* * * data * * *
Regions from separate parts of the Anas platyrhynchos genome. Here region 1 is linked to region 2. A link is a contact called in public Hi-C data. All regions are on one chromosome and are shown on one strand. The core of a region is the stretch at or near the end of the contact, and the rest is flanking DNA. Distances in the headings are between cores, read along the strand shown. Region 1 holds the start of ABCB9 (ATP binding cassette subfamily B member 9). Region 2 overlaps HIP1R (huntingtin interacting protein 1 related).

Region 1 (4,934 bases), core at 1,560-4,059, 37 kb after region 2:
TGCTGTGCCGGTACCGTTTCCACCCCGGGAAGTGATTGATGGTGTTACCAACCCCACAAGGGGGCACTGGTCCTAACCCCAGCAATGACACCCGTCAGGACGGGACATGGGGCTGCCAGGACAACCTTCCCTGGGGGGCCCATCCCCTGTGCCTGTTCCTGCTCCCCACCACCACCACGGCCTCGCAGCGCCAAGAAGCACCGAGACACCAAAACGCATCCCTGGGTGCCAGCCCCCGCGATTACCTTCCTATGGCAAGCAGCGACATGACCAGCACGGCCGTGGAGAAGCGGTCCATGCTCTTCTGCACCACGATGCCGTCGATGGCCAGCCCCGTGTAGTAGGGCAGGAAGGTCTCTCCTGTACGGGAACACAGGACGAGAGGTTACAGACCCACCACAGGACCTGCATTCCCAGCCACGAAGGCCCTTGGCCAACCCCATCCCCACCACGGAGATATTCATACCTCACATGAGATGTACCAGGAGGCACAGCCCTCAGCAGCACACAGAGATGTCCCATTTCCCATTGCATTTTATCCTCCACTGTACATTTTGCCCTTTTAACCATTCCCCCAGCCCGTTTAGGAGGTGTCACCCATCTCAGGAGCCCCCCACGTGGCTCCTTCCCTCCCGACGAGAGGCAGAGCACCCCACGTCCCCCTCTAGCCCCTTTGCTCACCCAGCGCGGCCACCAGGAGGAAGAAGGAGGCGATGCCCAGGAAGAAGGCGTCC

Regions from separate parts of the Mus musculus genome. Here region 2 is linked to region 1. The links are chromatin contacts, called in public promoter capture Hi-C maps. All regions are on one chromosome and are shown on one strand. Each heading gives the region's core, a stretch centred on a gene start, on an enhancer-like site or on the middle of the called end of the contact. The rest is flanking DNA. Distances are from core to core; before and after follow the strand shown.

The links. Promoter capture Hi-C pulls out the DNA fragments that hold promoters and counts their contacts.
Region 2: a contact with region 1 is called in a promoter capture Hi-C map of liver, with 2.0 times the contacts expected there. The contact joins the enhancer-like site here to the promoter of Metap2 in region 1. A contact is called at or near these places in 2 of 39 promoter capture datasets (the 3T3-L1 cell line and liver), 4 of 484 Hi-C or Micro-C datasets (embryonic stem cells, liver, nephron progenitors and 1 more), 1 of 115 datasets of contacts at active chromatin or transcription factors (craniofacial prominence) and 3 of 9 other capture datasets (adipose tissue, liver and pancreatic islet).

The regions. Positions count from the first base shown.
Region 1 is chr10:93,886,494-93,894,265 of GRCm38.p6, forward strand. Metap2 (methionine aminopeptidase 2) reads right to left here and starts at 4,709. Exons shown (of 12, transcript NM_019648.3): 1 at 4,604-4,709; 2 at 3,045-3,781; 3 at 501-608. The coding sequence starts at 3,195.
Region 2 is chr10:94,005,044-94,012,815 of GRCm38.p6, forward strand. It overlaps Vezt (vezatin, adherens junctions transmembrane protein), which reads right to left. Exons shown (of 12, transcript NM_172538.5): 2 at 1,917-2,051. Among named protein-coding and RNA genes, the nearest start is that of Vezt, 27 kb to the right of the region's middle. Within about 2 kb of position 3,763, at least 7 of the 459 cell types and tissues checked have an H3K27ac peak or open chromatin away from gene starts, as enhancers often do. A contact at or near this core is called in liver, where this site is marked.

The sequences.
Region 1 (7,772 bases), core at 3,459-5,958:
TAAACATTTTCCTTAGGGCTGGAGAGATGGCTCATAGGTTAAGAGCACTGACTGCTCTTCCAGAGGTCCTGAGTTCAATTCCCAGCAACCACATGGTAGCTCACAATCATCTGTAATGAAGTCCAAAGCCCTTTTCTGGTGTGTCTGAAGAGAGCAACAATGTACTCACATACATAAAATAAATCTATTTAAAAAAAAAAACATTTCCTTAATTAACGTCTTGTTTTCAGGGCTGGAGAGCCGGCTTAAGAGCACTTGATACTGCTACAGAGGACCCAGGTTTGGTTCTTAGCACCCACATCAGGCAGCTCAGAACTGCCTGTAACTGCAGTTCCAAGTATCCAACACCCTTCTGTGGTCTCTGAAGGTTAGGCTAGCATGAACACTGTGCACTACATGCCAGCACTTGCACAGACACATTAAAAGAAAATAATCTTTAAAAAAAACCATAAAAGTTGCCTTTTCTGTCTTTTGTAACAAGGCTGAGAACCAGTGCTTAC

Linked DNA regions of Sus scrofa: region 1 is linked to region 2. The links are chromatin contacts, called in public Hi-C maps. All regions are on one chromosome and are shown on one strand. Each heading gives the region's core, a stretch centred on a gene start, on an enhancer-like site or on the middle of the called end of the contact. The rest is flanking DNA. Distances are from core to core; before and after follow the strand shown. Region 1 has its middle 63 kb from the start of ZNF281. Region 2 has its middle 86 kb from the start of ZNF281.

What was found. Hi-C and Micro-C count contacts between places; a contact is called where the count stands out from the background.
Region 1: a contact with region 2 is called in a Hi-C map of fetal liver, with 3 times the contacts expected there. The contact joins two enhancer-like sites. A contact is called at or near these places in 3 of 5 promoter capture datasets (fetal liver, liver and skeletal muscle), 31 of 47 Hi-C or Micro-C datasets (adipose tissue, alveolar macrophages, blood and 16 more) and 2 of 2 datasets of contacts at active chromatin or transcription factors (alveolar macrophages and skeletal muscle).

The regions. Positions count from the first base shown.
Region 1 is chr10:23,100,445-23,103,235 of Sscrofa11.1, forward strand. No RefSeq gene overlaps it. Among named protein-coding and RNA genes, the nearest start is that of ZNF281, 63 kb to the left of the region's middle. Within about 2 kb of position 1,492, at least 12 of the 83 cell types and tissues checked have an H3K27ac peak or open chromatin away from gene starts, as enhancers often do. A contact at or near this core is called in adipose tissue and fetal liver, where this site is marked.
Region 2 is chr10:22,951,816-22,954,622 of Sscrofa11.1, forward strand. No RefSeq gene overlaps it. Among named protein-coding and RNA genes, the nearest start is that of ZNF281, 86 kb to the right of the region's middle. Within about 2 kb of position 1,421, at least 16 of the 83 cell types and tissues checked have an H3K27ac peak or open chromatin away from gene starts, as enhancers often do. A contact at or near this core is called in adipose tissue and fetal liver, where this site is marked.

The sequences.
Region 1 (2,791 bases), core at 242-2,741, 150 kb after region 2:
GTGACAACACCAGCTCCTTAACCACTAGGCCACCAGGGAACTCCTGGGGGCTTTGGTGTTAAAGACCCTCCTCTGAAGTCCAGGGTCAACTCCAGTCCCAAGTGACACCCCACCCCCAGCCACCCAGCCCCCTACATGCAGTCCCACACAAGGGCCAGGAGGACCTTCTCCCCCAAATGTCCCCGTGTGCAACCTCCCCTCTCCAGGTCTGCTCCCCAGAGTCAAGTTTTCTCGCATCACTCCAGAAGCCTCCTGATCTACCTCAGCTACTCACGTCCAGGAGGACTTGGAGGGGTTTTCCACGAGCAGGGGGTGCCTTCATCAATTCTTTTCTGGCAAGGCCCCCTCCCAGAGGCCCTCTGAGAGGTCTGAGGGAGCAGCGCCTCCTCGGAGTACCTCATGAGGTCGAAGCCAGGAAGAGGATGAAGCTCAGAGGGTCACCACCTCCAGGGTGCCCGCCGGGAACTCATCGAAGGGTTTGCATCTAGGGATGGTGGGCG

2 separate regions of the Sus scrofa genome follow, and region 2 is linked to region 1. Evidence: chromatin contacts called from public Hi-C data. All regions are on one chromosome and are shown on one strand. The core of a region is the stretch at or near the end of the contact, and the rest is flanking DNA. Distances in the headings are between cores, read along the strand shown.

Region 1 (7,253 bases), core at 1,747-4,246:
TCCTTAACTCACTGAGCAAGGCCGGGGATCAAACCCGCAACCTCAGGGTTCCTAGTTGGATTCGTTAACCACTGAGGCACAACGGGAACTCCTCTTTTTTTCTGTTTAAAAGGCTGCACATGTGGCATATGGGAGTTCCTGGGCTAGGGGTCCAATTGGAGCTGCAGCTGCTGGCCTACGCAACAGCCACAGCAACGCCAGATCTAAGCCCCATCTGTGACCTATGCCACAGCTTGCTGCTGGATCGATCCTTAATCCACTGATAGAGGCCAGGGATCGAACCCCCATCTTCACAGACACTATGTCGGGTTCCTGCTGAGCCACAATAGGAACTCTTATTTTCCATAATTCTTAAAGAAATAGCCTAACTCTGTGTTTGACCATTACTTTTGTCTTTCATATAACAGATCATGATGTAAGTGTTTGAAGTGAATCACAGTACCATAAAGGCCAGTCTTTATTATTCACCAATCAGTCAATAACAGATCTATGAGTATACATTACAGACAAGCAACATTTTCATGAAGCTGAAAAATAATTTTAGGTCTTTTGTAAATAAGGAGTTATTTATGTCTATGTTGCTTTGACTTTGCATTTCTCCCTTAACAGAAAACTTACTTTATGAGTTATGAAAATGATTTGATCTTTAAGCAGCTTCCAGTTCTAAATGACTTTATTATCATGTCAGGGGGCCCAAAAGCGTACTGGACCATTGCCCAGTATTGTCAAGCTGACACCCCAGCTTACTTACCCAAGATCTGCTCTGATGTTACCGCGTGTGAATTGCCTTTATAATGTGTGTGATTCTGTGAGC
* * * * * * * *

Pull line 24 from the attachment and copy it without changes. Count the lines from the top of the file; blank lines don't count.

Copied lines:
TCCTTAACTCACTGAGCAAGGCCGGGGATCAAACCCGCAACCTCAGGGTTCCTAGTTGGATTCGTTAACCACTGAGGCACAACGGGAACTCCTCTTTTTTTCTGTTTAAAAGGCTGCACATGTGGCATATGGGAGTTCCTGGGCTAGGGGTCCAATTGGAGCTGCAGCTGCTGGCCTACGCAACAGCCACAGCAACGCCAGATCTAAGCCCCATCTGTGACCTATGCCACAGCTTGCTGCTGGATCGATCCTTAATCCACTGATAGAGGCCAGGGATCGAACCCCCATCTTCACAGACACTATGTCGGGTTCCTGCTGAGCCACAATAGGAACTCTTATTTTCCATAATTCTTAAAGAAATAGCCTAACTCTGTGTTTGACCATTACTTTTGTCTTTCATATAACAGATCATGATGTAAGTGTTTGAAGTGAATCACAGTACCATAAAGGCCAGTCTTTATTATTCACCAATCAGTCAATAACAGATCTATGAGTATACATTACAGACAAGCAACATTTTCATGAAGCTGAAAAATAATTTTAGGTCTTTTGTAAATAAGGAGTTATTTATGTCTATGTTGCTTTGACTTTGCATTTCTCCCTTAACAGAAAACTTACTTTATGAGTTATGAAAATGATTTGATCTTTAAGCAGCTTCCAGTTCTAAATGACTTTATTATCATGTCAGGGGGCCCAAAAGCGTACTGGACCATTGCCCAGTATTGTCAAGCTGACACCCCAGCTTACTTACCCAAGATCTGCTCTGATGTTACCGCGTGTGAATTGCCTTTATAATGTGTGTGATTCTGTGAGC